An SROI Evaluation of the Bairnsdale Tipshop for the financial year 2013-14
Bairnsdale Recycling Enterprises Incorporated is a not for profit incorporated association which has established a social enterprise (trading as the Bairnsdale Tipshop) to tackle some significant social and environmental issues in its local area. It operates in Bairnsdale, a small city (population ca 13 000) situated in the eastern tip of the state of Victoria, Australia.
Like many other municipalities in Australia, Bairnsdale has a mounting problem in dealing with the waste that is created in the area. At the same time it is a region which at the time of the inception of the program had a higher unemployment rate than the average for the state. In particular, the local youth unemployment rate was, and remains, at disturbingly high levels (around 30%).
The original idea for a Tipshop was investigated by representatives of various organisations involved with the local community in 2007 following the construction of a shed at the landfill site by Sustainability Victoria (an agency of the Victorian State Government) and East Gippsland Shire Council. After negotiations with the council it was arranged to establish the shop in the building and the program commenced in 2009. After some modifications to the original concept, the Tipshop has been running in its present form since 2010 as a viable concern giving employment to previously unemployed local people. By the period of time analysed in this report (July 2013 to June 2014), the Tipshop was employing six people on a part time basis (including a business manager who was not long term employed) and generated an income of $188 000 in the year covered by the investigation.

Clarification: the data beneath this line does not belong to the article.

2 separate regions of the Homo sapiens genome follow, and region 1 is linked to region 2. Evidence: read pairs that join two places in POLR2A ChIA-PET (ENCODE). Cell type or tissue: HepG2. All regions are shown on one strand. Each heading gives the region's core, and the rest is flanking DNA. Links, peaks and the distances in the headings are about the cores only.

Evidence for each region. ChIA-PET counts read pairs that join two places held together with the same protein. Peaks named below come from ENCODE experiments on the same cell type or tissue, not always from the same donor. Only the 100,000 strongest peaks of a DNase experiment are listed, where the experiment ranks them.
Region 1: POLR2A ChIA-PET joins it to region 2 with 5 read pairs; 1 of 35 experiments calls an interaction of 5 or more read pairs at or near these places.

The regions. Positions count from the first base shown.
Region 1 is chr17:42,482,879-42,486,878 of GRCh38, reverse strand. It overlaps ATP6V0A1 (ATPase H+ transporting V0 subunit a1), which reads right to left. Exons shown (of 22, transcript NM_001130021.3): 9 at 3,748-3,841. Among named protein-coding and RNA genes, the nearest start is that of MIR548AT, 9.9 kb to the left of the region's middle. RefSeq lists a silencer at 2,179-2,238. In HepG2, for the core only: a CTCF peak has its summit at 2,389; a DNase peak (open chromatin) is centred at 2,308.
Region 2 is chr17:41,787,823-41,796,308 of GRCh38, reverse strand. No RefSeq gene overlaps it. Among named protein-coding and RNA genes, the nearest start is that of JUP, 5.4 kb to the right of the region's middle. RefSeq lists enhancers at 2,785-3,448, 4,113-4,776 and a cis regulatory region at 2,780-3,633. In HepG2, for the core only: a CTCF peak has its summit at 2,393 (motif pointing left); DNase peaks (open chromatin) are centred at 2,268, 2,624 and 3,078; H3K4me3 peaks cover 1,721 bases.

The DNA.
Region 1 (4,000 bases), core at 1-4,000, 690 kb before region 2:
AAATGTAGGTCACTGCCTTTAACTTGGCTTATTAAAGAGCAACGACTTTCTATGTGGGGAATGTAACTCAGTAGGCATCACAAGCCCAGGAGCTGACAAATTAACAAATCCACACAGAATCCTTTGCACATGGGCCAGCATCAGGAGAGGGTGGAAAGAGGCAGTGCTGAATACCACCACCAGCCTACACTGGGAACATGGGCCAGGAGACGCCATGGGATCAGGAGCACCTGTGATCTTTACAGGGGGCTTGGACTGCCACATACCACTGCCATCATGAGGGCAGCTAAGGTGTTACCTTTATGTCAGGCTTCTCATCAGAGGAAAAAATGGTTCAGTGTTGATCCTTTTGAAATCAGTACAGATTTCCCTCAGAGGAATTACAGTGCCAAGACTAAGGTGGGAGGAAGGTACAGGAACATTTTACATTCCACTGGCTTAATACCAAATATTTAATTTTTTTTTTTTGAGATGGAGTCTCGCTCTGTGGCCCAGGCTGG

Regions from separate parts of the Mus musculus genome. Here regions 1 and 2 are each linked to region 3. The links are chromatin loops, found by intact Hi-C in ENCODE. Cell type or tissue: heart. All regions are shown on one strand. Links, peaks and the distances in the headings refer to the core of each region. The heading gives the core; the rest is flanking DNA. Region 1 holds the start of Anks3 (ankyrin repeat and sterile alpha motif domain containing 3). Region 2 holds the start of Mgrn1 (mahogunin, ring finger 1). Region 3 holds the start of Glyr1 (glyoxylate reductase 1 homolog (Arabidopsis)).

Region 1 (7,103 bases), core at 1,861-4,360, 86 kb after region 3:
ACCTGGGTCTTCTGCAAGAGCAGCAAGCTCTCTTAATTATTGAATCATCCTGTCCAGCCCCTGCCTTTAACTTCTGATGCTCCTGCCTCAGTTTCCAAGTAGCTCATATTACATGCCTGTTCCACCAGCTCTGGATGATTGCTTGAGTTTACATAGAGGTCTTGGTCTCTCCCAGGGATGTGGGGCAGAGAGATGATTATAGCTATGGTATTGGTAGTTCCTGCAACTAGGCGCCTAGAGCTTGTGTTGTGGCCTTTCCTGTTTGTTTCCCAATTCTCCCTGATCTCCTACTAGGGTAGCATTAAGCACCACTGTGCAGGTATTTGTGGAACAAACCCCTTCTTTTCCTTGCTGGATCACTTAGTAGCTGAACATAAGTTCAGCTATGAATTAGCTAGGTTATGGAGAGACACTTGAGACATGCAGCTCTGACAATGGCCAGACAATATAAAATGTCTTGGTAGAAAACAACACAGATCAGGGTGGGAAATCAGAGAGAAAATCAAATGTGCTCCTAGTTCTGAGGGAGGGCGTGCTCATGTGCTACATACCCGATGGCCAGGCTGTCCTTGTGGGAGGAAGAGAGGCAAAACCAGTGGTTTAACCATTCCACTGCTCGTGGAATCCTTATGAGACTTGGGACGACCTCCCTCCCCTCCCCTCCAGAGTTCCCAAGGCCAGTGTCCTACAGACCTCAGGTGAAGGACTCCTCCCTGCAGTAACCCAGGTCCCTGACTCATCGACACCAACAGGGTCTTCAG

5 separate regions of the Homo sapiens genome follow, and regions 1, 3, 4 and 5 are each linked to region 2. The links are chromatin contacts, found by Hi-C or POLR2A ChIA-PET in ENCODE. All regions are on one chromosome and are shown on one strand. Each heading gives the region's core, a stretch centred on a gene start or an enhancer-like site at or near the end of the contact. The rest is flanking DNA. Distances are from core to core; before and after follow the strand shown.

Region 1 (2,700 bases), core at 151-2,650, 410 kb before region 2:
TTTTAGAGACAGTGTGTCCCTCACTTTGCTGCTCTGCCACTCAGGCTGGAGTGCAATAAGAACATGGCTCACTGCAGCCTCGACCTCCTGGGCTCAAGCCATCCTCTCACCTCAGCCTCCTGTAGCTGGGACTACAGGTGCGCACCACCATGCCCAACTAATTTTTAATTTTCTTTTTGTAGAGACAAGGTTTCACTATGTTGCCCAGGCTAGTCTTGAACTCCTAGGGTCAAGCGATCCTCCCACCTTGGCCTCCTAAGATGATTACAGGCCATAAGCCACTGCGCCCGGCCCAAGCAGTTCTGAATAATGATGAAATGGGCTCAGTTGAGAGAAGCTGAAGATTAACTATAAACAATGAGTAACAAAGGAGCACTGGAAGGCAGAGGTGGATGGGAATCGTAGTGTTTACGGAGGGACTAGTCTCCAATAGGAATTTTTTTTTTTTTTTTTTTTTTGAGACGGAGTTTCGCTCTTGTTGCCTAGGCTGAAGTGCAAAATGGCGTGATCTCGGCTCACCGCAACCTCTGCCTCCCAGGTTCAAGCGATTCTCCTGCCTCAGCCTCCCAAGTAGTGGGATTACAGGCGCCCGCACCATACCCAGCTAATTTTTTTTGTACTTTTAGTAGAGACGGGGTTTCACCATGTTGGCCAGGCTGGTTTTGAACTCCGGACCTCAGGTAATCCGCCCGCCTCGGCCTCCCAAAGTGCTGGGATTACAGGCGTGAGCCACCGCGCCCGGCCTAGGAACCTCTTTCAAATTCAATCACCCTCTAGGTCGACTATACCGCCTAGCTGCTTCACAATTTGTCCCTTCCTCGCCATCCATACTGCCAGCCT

The Tipshop has developed a model which involves taking goods that would have otherwise been put into landfill and offering them for sale in the shop set up at the landfill site. An important part of the operation, which has been crucial in its success financially, is that many of these goods have value added to them. This has been achieved by checking (testing and tagging) electrical goods to see that they are safe for resale and repairing or servicing goods such as lawn mowers and bicycles which increases their resale value significantly.
Another aspect of the program is that many of the staff employed at the shop have brought some skills to the operation which are useful to it. This has meant that the program has been more selective in choosing staff than originally anticipated. Significantly, it has meant that a minority of the employees has been drawn from the original target group of the young unemployed (those aged between 15 and 24 years old).